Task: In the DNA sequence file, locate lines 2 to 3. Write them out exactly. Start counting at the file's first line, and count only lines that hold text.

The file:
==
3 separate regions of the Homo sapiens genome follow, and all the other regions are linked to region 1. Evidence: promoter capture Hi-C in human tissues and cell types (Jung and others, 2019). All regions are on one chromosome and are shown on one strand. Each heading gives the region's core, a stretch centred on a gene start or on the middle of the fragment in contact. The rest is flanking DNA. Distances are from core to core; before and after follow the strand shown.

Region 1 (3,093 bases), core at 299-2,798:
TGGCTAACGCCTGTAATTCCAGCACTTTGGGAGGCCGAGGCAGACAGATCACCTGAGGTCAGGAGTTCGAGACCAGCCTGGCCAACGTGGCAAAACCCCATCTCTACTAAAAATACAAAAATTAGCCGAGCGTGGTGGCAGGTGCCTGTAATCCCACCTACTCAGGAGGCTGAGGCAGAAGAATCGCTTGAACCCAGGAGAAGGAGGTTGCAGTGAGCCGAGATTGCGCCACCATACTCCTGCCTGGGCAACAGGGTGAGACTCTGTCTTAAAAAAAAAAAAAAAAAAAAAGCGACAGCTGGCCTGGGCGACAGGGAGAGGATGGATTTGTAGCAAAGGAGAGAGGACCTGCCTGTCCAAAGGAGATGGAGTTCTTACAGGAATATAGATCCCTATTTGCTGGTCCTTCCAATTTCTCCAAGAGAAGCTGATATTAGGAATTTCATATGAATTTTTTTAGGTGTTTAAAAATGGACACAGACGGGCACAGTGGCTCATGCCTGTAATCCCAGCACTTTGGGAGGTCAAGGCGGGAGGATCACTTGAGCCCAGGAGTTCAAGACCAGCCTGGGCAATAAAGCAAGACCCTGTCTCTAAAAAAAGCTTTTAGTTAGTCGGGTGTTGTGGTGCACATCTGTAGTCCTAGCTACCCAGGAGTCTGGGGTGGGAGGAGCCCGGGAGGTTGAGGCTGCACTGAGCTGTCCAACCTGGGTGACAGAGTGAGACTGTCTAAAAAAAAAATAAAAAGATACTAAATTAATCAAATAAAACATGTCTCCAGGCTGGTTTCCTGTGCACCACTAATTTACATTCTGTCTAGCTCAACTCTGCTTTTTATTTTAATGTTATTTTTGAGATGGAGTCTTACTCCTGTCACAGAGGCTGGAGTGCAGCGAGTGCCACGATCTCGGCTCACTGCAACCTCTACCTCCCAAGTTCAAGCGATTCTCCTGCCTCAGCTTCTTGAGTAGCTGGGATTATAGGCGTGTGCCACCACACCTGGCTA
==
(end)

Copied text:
Region 1 (3,093 bases), core at 299-2,798:
TGGCTAACGCCTGTAATTCCAGCACTTTGGGAGGCCGAGGCAGACAGATCACCTGAGGTCAGGAGTTCGAGACCAGCCTGGCCAACGTGGCAAAACCCCATCTCTACTAAAAATACAAAAATTAGCCGAGCGTGGTGGCAGGTGCCTGTAATCCCACCTACTCAGGAGGCTGAGGCAGAAGAATCGCTTGAACCCAGGAGAAGGAGGTTGCAGTGAGCCGAGATTGCGCCACCATACTCCTGCCTGGGCAACAGGGTGAGACTCTGTCTTAAAAAAAAAAAAAAAAAAAAAGCGACAGCTGGCCTGGGCGACAGGGAGAGGATGGATTTGTAGCAAAGGAGAGAGGACCTGCCTGTCCAAAGGAGATGGAGTTCTTACAGGAATATAGATCCCTATTTGCTGGTCCTTCCAATTTCTCCAAGAGAAGCTGATATTAGGAATTTCATATGAATTTTTTTAGGTGTTTAAAAATGGACACAGACGGGCACAGTGGCTCATGCCTGTAATCCCAGCACTTTGGGAGGTCAAGGCGGGAGGATCACTTGAGCCCAGGAGTTCAAGACCAGCCTGGGCAATAAAGCAAGACCCTGTCTCTAAAAAAAGCTTTTAGTTAGTCGGGTGTTGTGGTGCACATCTGTAGTCCTAGCTACCCAGGAGTCTGGGGTGGGAGGAGCCCGGGAGGTTGAGGCTGCACTGAGCTGTCCAACCTGGGTGACAGAGTGAGACTGTCTAAAAAAAAAATAAAAAGATACTAAATTAATCAAATAAAACATGTCTCCAGGCTGGTTTCCTGTGCACCACTAATTTACATTCTGTCTAGCTCAACTCTGCTTTTTATTTTAATGTTATTTTTGAGATGGAGTCTTACTCCTGTCACAGAGGCTGGAGTGCAGCGAGTGCCACGATCTCGGCTCACTGCAACCTCTACCTCCCAAGTTCAAGCGATTCTCCTGCCTCAGCTTCTTGAGTAGCTGGGATTATAGGCGTGTGCCACCACACCTGGCTA